Tag Archives: historical map of the world

The World Map Showing Some Important Exploratory Voyages

beautiful world map poster

Map of the World, 1720.

This is a map overflowing with information. Some of the most important geophysical and climatic phenomena are described in the bottom part with specific descriptions and examples of volcanoes, earthquakes, ocean currents, vortices, winds, rains and rainbows. The unexplored areas of western Canada and Alaska together with the Canadian islands in the Arctic Ocean and the Northern Coast of Greenland are called Terra Esonis; this was a mythical land, similar to Terra Incongita Australis in the Southern Hemisphere. Tasmania bears its first name after being explored by Abel Tasman: (Van) Diemen’s Land. The name was only changed to Tasmania in 1856, more than 200 years after Tasman landed on its shores in 1642. The most recognised sea voyages are marked on this map; besides Tasman’s sailing, there are also the voyages of Ferdinand Magellan and Fernao de Lorinha marked on this map. The two smaller circles show the Star Constellation of the north and south skies.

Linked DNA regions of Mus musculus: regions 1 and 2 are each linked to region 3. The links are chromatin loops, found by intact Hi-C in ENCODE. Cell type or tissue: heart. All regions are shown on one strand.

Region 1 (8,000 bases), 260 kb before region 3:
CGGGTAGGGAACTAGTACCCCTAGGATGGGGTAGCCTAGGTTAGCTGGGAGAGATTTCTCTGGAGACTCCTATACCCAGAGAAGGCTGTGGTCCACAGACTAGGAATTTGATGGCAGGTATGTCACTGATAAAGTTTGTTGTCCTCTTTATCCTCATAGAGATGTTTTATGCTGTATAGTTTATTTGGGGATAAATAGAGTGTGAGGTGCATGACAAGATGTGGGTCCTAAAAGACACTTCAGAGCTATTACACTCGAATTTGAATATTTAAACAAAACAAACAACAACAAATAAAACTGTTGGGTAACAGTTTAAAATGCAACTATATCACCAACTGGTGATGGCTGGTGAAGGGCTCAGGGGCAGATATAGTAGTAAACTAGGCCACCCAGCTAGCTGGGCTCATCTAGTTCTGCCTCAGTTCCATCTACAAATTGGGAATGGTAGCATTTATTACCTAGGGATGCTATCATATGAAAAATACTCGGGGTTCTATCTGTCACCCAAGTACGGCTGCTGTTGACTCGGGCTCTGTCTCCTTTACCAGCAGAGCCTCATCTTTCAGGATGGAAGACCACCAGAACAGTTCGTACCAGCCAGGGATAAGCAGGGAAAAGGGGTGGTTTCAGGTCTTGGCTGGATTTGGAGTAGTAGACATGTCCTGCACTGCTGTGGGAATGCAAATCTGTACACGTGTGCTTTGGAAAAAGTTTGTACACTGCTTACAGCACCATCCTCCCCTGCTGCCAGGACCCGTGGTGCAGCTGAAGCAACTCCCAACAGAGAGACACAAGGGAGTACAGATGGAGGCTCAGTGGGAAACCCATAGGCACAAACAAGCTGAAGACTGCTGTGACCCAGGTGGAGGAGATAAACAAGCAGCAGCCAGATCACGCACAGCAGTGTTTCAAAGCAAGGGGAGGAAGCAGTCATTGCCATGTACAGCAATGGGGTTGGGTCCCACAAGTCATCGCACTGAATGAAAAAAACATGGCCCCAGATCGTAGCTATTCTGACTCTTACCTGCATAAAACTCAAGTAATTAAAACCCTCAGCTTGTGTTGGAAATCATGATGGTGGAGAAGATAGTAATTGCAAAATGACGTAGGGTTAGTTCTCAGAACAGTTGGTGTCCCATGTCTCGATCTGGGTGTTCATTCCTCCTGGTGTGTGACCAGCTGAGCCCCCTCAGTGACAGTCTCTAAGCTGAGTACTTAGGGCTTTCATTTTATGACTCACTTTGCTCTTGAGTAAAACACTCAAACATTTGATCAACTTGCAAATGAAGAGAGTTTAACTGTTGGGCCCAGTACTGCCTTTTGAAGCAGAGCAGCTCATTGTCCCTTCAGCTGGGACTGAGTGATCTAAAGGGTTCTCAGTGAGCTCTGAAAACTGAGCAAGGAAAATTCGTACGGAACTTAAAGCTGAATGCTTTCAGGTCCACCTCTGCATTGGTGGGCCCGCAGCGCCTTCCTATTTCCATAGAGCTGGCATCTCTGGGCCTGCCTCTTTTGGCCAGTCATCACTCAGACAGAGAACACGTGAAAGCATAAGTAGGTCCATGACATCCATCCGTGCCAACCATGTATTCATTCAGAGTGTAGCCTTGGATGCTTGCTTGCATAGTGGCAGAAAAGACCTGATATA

Buy restored reproduction of this map printed on a high quality handmade paper here.

17th Century – Exploration of Australia

beautiful world map reproduction

Map of the World, 1680.

The map shows that there were still many parts of the world unexplored in 1680. These were some of the islands in the Arctic Ocean (back then called Oceanus Septentrionalis – The Northern Ocean, named after the seven stars of the Big Plough star constellation); also Alaska, Antarctica, Australia and New Zealand.

The most important explorations of Australia took place in the 17th century. The first documented European landing on Australia was in 1606 by the Dutch navigator Willem Janszoon. Ships from the Dutch East India Company continued to explore the Australian coastline over the following years. In the 1640s, the Dutch captain Abel Tasman set out on two voyages; during the first voyage he explored and mapped the Northern coast of the continent that he named New Holland. It is under this name that Australia is shown on this map. During his second voyage, Tasman explored Tasmania (Van Diemen’s Land) and New Zealand. The last parts of Australia’s coastline were those most densely populated today: New South Wales, Victoria and South Australia.

Buy restored reproduction of this map printed on a high quality handmade paper here.